Are the allegations that the scene was ‘sanitised’ by cleaning it before police got there true?
Despite the fact that Senzo Meyiwa, the former South African soccer captain who died in 2014, has been found guilty of a crime, conspiracy theories will always surround his death. This is even true even if someone is found guilty. He was a well-known figure who was killed at the home of the mother of his girlfriend, Kelly Khumalo, who was one of the best singers of her time.
On the eve of the court appearance of Meyiwa’s alleged killers, his death is being talked about as if it were just yesterday. This is because the son of another icon, Longwe Twala, is also in the mix. The real reason Senzo hasn’t been able to rest in peace is because the National Prosecuting Authority (NPA) and the South African Police Service (SAPS) are a toxic and incompetent mix (Saps).
Recently, a documentary about Meyiwa’s death, Senzo: Murder of a Soccer Star, came out. It adds a lot of fuel to the conspiracy theories, but it also shows how many chances there have been to make real progress in the eight years since Meyiwa died. It is so bad for the Saps that some of the first people to show up at the scene were top police officers, like Shadrack Sibiya, who was head of the Hawks at the time. Even though he says the case was never officially sent to his elite investigative unit, he was still there.
This is because he isn’t sure what his role should be. “When we got to the house from the hospital, there were so many people there, we had to secure the scene.” When police arrive at a crime scene, they need to make sure it’s safe right away. This way, important evidence can be lost. Do you know which cop came first? Have they been asked why they didn’t protect the scene?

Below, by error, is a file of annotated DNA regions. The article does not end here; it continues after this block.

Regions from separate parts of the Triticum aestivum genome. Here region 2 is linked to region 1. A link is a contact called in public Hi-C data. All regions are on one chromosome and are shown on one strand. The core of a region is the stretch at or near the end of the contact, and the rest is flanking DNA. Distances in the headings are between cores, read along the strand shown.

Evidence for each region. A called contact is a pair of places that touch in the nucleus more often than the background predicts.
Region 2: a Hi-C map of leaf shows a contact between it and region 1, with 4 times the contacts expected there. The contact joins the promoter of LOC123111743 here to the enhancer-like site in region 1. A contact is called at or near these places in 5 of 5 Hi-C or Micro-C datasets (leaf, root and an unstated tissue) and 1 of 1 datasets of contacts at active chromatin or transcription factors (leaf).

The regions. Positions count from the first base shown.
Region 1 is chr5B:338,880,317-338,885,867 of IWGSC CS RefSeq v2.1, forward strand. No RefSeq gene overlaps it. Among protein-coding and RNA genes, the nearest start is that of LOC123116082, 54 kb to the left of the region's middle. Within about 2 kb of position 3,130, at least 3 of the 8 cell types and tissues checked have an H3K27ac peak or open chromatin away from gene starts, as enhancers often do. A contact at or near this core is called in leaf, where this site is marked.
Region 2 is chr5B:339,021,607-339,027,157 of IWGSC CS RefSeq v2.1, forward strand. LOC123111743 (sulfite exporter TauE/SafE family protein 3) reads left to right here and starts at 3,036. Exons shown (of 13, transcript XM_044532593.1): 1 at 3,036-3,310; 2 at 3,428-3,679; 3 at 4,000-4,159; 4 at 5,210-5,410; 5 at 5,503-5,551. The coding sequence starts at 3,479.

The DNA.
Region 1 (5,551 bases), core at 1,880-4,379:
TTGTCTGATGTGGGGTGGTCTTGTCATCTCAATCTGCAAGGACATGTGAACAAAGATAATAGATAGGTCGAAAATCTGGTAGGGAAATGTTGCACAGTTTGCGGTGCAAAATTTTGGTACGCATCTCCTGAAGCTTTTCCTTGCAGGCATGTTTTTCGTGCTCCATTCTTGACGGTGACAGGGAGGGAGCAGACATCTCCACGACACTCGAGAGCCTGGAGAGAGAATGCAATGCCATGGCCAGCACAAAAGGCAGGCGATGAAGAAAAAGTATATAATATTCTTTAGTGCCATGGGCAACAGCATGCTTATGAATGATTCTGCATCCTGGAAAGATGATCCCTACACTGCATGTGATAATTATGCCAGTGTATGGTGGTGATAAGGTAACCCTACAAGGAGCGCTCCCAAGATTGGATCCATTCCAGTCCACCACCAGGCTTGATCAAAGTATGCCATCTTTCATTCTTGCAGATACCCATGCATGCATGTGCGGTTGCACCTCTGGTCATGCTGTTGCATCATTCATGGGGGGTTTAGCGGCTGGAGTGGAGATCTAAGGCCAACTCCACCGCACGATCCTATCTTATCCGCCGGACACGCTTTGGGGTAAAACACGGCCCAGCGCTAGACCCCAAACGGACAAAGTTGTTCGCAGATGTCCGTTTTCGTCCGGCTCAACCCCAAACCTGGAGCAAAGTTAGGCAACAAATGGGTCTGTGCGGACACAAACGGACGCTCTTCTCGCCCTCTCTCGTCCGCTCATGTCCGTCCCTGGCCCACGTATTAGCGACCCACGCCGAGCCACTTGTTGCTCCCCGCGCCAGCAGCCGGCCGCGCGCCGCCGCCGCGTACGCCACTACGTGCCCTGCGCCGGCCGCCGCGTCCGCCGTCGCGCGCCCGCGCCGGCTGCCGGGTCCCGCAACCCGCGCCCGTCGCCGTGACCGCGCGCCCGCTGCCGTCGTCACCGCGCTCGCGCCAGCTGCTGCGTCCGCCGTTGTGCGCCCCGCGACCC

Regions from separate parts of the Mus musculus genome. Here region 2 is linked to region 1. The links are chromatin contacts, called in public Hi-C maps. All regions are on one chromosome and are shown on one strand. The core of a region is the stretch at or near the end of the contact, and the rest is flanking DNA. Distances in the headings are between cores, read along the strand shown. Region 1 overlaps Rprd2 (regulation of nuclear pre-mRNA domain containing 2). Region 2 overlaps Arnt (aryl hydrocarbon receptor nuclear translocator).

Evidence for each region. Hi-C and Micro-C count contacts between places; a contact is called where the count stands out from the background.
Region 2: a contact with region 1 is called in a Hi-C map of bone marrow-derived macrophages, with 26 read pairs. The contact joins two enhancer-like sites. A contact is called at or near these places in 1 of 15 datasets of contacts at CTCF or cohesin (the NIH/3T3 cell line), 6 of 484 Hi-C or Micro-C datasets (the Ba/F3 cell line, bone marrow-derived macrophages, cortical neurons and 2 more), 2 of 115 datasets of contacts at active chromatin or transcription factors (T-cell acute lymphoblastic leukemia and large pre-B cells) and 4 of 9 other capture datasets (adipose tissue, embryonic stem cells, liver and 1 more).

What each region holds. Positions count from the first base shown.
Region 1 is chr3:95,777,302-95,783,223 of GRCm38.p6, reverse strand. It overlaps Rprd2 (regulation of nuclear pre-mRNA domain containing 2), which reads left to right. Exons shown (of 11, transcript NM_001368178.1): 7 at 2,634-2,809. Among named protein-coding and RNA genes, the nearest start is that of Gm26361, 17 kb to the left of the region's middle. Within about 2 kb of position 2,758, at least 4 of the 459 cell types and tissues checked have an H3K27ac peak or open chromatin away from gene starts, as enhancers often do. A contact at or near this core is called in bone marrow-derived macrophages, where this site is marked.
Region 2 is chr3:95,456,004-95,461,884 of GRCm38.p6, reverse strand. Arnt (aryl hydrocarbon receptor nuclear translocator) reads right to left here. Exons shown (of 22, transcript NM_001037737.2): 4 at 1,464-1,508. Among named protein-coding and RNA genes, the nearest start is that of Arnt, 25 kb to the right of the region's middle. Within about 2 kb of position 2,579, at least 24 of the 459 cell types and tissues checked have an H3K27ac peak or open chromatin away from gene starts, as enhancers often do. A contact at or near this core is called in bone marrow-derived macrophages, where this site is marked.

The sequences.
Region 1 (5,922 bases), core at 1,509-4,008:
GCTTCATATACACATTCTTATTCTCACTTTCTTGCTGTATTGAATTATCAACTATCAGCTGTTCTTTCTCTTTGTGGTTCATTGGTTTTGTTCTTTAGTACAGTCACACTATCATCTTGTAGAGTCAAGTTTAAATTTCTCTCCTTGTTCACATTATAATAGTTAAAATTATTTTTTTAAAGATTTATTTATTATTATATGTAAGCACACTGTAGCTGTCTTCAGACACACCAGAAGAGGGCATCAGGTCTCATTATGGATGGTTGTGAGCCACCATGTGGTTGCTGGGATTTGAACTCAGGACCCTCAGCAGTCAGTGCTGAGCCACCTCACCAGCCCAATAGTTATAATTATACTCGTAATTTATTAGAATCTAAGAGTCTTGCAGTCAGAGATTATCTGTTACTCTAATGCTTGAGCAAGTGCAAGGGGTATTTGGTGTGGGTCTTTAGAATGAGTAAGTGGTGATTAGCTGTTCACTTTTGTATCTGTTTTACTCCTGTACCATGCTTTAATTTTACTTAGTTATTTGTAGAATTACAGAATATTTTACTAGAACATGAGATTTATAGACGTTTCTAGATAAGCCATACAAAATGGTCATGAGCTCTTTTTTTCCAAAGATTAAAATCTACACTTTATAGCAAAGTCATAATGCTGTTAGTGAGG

No, they didn’t. Do they have to pay a fine for this? Was there a picture taken of the scene? It’s been said that the scene was cleaned up before police arrived. How do top cops like Sibiya, who appears in the documentary, answer these questions? They should bother every South African because what happened at the murder scene of a revered icon is what happens to ordinary South African families who lose a family member to murder.
That’s not all: The Meyiwa family made an unusual move when they asked minority rights group AfriForum for help. The NPA didn’t start working until then. An embarrassment for a government agency, as well as constant social media pressure, seems to have made the NPA finally do something about the Meyiwa case in its last few weeks.
It’s in the best interest of Meyiwa’s family and the country that the court case brings something that helps them and the country come to terms with their loss. There can be no end to conspiracy theories until the gunman or alleged mastermind admits that he did it. In this case, there are too many high-profile people involved for the sensationalism to die down even if a conviction is made in court. A conviction is due to South Africa, even if only to say that the rule of law isn’t dead.